Alone! I’m alone! I’m a lonely, insignificant speck on a has-been planet orbited by a cold, indifferent sun!— Homer
It's Christmas time in the Simpsons household, and to hide the fact that he didn't get his Christmas bonus, Homer takes a second job as a store Santa.
After Bart swaps aptitude tests with Martin Prince, he is sent to a special school for gifted kids.
After Homer causes another accident at the nuclear plant, he is fired. He becomes a safety activist, and takes on Mr. Burns.
After the family embarrass Homer at the company picnic, he pawns the TV and takes the family to a psychiatrist.
When Bart gets beat up by Nelson Muntz, he forms an army of his friends to wage war on the bully.
Lisa is feeling blue, and her family just don't understand. She meets a jazz musician, Bleeding Gums Murphy, who helps her feel better.
The Simpsons decide to take a camping trip, however, everything does not go to plan.
Bart falls in with the wrong crowd, and to impress them, he cuts the head off a statue of Jebediah Springfield (the town's founder).
Homer gives Marge a bowling ball for her birthday, intending to use it for himself. So Marge takes up bowling to spite him, but falls in love with her teacher.
Using his new mail-order spy camera, Bart catches Homer dancing with an exotic belly-dancer at a stag party.
After flushing a cherry bomb down the school toilet, Bart is sent to France via a student exchange.
Krusty the Clown is caught robbing the Kwik-E-Mart, however, only Bart believes he didn't do it.
Homer takes Marge out to a nice dinner and a night at the Offramp Inn, unaware that the babysitter they hired is a crook...
The first series of full-length episodes, running from December 1989 to May 1990. Like the Tracey Ullman shorts which preceded the series, this Season is quite crudely animated. You may also notice that Homer's voice sounds quite different from later episodes - this is because Dan Castellaneta was trying to do a Walter Matthau impersonation when he did the voice. In later Seasons, the pitch of his voice was raised slightly.
The episodes in Season One use a '7G' production code - Matt Groening chose this because Homer works in sector 7G at the Nuclear Plant.
Welcome to the first of many deluxe overpriced DVD sets of The Simpsons. With 280-odd shows in the can and no end in sight, you might be able to complete your collection just before the next format comes along. Thanks for buying!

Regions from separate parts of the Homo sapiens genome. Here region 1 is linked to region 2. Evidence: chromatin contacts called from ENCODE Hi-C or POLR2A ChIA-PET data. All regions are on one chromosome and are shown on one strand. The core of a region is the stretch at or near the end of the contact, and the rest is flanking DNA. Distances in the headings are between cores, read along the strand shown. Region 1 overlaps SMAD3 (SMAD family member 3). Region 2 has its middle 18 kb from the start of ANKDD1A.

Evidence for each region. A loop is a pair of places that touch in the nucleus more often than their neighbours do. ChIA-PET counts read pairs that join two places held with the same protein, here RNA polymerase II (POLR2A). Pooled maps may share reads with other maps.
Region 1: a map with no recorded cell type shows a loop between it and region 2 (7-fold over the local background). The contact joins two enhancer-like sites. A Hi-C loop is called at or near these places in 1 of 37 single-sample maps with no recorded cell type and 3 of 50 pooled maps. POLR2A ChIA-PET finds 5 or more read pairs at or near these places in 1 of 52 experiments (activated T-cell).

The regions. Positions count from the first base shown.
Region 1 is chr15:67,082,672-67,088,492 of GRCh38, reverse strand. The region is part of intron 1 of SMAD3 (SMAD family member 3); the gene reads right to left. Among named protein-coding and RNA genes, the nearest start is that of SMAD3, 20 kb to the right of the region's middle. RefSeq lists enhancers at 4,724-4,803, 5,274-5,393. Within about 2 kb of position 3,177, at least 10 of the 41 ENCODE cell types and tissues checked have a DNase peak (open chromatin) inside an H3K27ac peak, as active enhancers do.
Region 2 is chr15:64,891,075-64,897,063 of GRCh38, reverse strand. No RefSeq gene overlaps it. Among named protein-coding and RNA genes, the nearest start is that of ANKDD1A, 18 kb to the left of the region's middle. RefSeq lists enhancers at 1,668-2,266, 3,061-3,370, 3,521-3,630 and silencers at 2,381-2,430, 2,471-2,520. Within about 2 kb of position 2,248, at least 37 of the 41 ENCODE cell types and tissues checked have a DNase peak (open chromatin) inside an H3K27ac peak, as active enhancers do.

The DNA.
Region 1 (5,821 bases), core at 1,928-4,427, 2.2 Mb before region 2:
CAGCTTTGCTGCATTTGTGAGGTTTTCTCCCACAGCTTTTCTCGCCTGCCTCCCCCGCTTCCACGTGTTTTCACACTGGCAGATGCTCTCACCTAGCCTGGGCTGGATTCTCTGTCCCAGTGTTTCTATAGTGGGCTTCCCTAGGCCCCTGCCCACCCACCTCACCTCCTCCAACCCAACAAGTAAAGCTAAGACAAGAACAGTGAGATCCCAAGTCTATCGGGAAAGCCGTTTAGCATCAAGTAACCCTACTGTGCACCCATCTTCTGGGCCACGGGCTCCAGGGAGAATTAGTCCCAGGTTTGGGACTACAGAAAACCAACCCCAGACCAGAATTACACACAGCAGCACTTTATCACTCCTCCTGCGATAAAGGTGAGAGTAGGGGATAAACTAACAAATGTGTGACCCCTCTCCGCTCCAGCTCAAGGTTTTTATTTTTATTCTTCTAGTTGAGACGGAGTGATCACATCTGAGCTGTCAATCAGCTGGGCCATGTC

What we have here are thirteen crudely animated episodes, first aired in 1989 and 1990, all spiffed up, cleaned off, and augmented with bells and whistles, bonus materials, and self-pitying audio commentaries. If Homer, Marge, Bart, Lisa, and Maggie look weirdly off-model, if their voices sound spooky and different, and if the animation seems particularly glitch filled, just remember this: we didn't know what the hell we were doing back then.
What's fun for me in looking back at all these old episodes is how many jokes and characters have stayed vivid for more than a decade. I love Santa's Little Helper leaping into Homer's arms at Christmas; the debut of Blinky, the three-eyed fish; Bart's game-winning scrabble word "KWYJIBO" ("a fat, dumb, balding North American ape with no chin"); the Simpsons giving each other electroshock therapy courtesy of Dr. Marvin Monroe; Lisa playing saxophone with Bleeding Gums Murphy; Homer being mistaken for Bigfoot; and Marge's bowling instructor Jacques strangely losing his French accent when yelling for onion rings.
I also dig Grandpa Simpson's letter to TV advertisers: "I am disgusted with the way old people are depicted on television. We are not all vibrant, fun-loving sex maniacs. Many of us are bitter, resentful individuals, who remember the good old days when entertainment was bland and inoffensive."
So enjoy. We've got more Simpsons episodes to make, then broadcast, then re-run, then chop up for syndication, then sell to you on DVD. But you know something? We wouldn't have it any other way!